When a teaching like that is also validated by the realm of science, I think it is more credible still – not because only science is true, but because also science is true. The differences among people of distinct geographic origin, racial heritage, ethnic identity, and any of the other ways we have found to slice and dice the human family are negligible on a molecular and genetic level. Each of us has all of us in us. Preserving a single life preserves an entire world.
That’s not to say we do not have our distinctive emphases that make some of us tall or brown or inclined to like chocolate ice cream more than vanilla. Or that, more than we’d like, something that threatens that entire world emerges in a single life.
A bunch of years ago, a seven-year-old girl was diagnosed with cancer that could have ended her life. Her hope was a bone marrow transplant. A nursing student in Pittsburgh heard about it and, true to her studies, took the test – a cheek swab – to see if she could donate. “All I knew was that she lived in the United States and that no one in her family was a match,” said Sarah Aiken. Sarah was that match.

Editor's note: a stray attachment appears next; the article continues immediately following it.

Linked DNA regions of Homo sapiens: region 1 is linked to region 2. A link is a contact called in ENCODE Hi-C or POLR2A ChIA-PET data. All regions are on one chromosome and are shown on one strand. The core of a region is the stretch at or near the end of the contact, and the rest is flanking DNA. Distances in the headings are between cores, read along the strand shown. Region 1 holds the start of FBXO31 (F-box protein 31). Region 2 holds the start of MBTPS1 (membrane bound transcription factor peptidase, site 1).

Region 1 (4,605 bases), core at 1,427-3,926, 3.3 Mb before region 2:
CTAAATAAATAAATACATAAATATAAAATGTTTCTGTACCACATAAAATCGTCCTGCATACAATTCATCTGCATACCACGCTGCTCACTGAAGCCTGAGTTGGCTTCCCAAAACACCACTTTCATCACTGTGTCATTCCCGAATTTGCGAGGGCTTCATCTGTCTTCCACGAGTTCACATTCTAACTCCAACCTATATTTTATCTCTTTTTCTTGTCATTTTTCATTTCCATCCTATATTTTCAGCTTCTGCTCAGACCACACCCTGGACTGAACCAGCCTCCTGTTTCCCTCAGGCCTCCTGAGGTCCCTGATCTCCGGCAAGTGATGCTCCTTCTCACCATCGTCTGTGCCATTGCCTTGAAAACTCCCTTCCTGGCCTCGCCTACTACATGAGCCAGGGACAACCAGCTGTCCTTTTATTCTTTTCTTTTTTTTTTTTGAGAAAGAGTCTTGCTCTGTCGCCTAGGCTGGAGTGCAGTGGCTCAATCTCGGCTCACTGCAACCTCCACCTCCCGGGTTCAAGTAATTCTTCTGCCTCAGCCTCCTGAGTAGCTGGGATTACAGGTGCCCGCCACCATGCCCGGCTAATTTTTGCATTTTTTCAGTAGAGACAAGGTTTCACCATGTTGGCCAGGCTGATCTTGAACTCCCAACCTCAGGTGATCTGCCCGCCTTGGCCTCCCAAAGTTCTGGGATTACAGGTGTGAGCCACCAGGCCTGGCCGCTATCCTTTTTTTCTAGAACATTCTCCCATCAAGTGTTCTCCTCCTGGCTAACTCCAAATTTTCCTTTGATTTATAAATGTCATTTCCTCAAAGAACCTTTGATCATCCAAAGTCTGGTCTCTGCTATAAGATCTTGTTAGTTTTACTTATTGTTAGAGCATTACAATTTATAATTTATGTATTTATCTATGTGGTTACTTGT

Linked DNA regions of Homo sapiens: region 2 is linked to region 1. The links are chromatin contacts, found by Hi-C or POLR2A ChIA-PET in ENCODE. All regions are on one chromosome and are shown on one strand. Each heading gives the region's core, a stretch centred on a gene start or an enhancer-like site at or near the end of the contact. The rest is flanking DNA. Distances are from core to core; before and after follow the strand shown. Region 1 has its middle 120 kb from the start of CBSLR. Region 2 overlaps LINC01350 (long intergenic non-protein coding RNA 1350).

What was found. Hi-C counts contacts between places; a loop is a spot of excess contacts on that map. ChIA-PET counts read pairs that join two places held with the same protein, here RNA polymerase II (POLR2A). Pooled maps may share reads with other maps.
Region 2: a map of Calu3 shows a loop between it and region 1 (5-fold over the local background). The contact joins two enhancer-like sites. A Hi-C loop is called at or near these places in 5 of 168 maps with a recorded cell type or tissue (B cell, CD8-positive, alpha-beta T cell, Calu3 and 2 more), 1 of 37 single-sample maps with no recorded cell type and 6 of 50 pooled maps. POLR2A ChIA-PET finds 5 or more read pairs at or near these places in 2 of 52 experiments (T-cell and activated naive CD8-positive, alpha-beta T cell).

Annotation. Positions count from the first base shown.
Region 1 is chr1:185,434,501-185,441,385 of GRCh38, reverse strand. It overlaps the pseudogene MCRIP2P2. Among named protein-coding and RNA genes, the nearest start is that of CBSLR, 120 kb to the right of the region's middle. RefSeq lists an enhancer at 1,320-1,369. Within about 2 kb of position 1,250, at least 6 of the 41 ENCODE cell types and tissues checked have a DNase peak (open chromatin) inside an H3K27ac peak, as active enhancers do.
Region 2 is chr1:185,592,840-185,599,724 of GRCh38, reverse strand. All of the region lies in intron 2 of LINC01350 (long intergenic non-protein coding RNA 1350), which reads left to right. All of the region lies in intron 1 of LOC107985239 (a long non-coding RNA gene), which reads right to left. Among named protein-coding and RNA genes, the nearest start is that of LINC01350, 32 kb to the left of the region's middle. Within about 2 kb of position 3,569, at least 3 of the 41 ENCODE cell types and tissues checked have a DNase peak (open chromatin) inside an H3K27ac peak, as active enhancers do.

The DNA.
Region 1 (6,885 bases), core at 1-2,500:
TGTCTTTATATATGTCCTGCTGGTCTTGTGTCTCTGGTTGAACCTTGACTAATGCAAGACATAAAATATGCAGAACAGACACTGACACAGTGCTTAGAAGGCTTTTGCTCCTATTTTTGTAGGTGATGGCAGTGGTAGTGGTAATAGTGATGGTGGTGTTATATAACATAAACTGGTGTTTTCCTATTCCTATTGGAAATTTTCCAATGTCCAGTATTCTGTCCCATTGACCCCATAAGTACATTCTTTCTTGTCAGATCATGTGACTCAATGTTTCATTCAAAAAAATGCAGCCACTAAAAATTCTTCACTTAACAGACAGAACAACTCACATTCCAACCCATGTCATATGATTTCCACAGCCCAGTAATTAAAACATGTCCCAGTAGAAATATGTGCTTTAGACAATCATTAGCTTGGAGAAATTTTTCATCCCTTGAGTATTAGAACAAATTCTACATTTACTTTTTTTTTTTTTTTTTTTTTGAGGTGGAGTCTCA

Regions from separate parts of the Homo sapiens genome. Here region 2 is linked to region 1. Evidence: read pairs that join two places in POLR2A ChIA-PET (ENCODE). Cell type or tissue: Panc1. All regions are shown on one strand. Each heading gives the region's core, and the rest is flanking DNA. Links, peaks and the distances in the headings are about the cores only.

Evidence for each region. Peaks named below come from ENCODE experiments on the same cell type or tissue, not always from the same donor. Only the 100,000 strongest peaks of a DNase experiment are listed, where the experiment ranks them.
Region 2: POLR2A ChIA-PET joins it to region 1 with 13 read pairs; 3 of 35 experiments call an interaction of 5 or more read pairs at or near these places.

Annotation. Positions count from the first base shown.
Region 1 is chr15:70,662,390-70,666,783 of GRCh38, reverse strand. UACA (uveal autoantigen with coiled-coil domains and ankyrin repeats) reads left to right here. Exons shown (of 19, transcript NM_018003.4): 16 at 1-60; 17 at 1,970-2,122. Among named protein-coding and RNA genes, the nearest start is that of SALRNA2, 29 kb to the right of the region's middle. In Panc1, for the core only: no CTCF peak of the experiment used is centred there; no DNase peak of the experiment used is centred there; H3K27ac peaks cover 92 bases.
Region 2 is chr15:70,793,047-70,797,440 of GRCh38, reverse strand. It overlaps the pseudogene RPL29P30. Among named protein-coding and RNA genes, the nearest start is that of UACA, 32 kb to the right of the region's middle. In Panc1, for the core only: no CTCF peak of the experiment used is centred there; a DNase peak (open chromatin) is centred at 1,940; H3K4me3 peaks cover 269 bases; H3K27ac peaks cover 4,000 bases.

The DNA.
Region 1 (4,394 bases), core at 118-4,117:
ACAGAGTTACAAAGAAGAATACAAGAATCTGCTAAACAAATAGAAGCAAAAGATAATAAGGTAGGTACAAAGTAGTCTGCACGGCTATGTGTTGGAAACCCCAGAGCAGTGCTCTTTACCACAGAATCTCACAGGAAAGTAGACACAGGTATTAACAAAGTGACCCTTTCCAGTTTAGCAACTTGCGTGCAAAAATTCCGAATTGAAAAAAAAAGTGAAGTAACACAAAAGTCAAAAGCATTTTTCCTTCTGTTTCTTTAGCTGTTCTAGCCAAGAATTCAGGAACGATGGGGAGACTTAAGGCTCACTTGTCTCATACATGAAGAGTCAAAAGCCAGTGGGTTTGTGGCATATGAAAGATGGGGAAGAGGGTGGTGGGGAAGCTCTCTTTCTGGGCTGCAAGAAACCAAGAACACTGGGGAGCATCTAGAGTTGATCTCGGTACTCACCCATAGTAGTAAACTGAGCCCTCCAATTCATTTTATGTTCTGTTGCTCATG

On the weekend of her wedding, that little girl, by then a healthy teenager, showed up to celebrate the couple and meet the woman who had saved her life. As you can imagine, it was an emotional peak to an already powerful time. The girl, Kinley Strohl, gave her donor a charm bracelet with these words: Because of you, I live.